The vast majority of the $660,000 Joseph, his wife and company have donated to politicians over the past 20 years have gone to Democrats. That includes $34,000 to Poloncarz. Joseph also served as chairman of Poloncarz’s transition team when he was elected county executive in 2011.

Suffice to say, Poloncarz and Joseph are buds, which may also help to explain the Democratic opposition to the “suspend Joseph” resolution. Baskin and her fellow Democrats are usually in lockstep with Poloncarz. I mean, no one is going to accuse the Legislature’s Democratic majority of being independent of the county executive. They’re more or less a rubber stamp under Baskin’s leadership.

The Buffalo Bills are dumping Delaware North as the concessionaire at its new stadium in favor of Legends, a company owned in part by Dallas Cowboys owner Jerry Jones. Hmmmm. On one hand, Jones is a vile character whose history includes being part of a mob that once tried to block Black students from integrating a Little Rock high school in the 1950s. On the other hand, Delaware North serves up crappy, overpriced food.

Another Buffalo Billion project flops. Suffice to say, Andrew Cuomo and Alain Kaloyeros did not have the Midas touch.

The Empire Center has issued a new report that documents how school spending in New York has grown while student achievement has worsened. School districts are spending an average of more than $26,000 per student, more than $10,000 greater than the national average. Here in Buffalo, the School Board just adopted a $1.1 billion budget. Spending is up, while enrollment is down, from 30,674 before the pandemic to 28,508 this school year.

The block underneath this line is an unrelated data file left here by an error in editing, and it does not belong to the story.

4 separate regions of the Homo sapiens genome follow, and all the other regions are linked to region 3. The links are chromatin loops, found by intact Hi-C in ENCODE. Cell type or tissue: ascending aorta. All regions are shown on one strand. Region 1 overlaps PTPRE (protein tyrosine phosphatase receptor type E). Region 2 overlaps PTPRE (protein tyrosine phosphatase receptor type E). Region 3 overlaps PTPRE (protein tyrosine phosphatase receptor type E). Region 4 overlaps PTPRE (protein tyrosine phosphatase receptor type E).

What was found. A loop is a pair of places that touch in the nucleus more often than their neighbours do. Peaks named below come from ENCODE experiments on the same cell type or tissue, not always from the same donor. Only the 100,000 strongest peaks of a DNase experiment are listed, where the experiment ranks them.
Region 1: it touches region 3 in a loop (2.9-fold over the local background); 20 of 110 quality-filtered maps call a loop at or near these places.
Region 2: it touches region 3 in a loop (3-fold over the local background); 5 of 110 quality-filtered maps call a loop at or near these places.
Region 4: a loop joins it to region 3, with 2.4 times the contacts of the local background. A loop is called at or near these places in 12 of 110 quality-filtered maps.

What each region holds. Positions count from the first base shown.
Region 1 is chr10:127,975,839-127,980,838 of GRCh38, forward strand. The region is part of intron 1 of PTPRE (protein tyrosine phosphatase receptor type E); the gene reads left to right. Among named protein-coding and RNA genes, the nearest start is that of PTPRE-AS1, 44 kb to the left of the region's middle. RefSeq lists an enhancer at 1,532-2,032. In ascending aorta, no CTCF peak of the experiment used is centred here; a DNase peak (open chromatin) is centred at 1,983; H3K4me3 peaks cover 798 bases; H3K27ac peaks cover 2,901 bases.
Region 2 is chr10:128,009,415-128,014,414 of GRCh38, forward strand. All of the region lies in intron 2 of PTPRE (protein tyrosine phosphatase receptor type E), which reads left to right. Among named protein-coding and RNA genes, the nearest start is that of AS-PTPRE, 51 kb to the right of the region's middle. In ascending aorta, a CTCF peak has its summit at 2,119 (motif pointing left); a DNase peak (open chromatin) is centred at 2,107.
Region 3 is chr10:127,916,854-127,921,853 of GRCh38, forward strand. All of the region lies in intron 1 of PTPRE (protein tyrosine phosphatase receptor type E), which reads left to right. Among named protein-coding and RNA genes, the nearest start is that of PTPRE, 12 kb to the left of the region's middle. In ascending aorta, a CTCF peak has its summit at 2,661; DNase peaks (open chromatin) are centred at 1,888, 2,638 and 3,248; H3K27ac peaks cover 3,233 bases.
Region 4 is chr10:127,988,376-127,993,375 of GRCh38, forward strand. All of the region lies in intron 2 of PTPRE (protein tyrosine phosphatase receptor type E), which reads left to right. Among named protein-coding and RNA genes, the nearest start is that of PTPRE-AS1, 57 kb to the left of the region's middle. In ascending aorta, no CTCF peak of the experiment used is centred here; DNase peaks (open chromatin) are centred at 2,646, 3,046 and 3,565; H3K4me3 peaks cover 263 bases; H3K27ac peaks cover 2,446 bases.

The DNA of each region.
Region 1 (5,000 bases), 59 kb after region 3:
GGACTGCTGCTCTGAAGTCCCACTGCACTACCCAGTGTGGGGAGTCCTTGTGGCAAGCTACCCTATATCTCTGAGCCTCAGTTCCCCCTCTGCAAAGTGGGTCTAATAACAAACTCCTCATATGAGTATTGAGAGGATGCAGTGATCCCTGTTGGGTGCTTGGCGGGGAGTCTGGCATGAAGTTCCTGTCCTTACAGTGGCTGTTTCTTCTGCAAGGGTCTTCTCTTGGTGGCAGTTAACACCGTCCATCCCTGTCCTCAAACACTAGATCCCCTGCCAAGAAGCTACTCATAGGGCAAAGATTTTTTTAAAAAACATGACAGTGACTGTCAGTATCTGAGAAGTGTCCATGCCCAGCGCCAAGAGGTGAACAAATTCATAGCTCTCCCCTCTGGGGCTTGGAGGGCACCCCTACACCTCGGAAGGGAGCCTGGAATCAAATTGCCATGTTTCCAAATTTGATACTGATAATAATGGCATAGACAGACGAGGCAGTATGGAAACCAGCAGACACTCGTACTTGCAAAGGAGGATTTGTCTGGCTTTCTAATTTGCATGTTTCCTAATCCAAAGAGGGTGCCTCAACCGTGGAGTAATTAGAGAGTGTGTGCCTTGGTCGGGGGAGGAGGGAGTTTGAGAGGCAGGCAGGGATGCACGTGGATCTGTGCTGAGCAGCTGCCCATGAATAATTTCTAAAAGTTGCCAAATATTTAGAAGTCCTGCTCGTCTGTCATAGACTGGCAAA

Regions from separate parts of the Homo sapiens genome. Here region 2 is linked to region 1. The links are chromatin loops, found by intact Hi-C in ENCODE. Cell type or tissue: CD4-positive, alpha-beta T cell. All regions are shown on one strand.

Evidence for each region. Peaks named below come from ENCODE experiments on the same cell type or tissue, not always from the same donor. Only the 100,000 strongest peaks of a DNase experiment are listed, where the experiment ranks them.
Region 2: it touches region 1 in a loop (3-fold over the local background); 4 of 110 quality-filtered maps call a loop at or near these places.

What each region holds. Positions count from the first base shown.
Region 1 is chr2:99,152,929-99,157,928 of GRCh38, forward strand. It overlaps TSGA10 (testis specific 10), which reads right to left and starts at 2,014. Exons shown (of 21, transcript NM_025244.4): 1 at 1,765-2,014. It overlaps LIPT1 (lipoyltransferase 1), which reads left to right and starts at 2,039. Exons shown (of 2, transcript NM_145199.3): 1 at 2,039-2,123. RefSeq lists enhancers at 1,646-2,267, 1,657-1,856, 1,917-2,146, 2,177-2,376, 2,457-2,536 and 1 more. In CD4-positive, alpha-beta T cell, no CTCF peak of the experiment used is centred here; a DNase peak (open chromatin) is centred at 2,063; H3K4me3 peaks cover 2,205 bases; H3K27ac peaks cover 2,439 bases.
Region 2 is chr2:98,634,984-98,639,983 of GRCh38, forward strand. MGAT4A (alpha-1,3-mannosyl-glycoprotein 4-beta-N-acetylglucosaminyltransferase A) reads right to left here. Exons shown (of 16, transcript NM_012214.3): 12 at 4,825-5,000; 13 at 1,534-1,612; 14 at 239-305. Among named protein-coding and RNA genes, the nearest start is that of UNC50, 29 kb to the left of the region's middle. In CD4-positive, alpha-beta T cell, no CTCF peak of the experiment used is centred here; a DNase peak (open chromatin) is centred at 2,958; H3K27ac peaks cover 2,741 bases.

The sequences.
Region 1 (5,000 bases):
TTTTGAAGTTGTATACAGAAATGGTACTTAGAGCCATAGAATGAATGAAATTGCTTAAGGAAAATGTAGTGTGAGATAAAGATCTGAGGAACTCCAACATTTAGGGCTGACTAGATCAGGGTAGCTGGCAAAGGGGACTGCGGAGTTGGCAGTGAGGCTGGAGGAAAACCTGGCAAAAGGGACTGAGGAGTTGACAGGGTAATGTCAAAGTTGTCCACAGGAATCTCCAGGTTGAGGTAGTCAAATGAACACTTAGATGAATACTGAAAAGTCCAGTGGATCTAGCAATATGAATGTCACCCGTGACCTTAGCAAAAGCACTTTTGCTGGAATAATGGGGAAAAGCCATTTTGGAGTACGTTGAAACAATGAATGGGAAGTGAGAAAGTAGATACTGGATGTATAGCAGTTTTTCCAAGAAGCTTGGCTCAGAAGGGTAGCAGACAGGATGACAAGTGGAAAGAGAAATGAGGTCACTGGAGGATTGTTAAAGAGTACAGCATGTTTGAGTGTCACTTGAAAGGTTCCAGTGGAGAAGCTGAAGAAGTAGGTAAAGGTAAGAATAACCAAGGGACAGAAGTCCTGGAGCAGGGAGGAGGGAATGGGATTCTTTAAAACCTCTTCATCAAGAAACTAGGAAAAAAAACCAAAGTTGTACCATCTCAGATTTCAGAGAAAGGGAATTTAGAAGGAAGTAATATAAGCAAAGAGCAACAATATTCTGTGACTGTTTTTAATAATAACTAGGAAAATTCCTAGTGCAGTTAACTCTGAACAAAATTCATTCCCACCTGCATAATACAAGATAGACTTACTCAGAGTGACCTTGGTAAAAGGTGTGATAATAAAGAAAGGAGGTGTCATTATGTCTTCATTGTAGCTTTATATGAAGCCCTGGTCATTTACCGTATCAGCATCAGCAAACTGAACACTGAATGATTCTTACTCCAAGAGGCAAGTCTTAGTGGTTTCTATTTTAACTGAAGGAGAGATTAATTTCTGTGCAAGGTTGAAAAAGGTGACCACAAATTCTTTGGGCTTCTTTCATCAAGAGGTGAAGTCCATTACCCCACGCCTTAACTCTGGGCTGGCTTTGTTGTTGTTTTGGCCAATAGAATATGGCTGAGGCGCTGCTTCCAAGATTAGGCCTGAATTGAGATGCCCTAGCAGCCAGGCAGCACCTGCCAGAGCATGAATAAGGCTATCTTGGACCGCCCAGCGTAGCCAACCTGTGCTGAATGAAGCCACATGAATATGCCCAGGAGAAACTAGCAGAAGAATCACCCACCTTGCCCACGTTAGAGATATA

Social service offices across the state are way too slow processing requests for food stamps. “The state’s 57 county social services offices outside New York City were illegally late in processing more than 11,000 food stamp claims — or one out of three open applications,” New York Focus reports.

Rudolph Guliani: A Bill Clinton wannabe? Ron DeSantis: Steering state funds to Wall Street donors. Politico sizes up the Florida governor’s prospects – not good – amid speculation that he’ll announce his campaign for president shortly.

It’s tough to get people to run for public office around these parts. Witness this year’s election for Common Council: only five of nine seats are being contested in the upcoming Democratic primary, which is tantamount to winning the general election, given the dearth of Republican voters in the city. Our neighbors up in Toronto have no such problem: More than 100 candidates, including a dog, are running for mayor. Hey, we’ve had our share of dogs running for mayor, too.

Here’s the best list I’ve come across of upcoming summer concerts.

Jim Brown: RIP. As one columnist put it: “Greatest Of All Time football player. He was faster than a speeding bullet, more powerful than a locomotive, able to leap tall buildings in a single bound.” And a man with a social conscience. Kareem Abdul-Jabbar explains.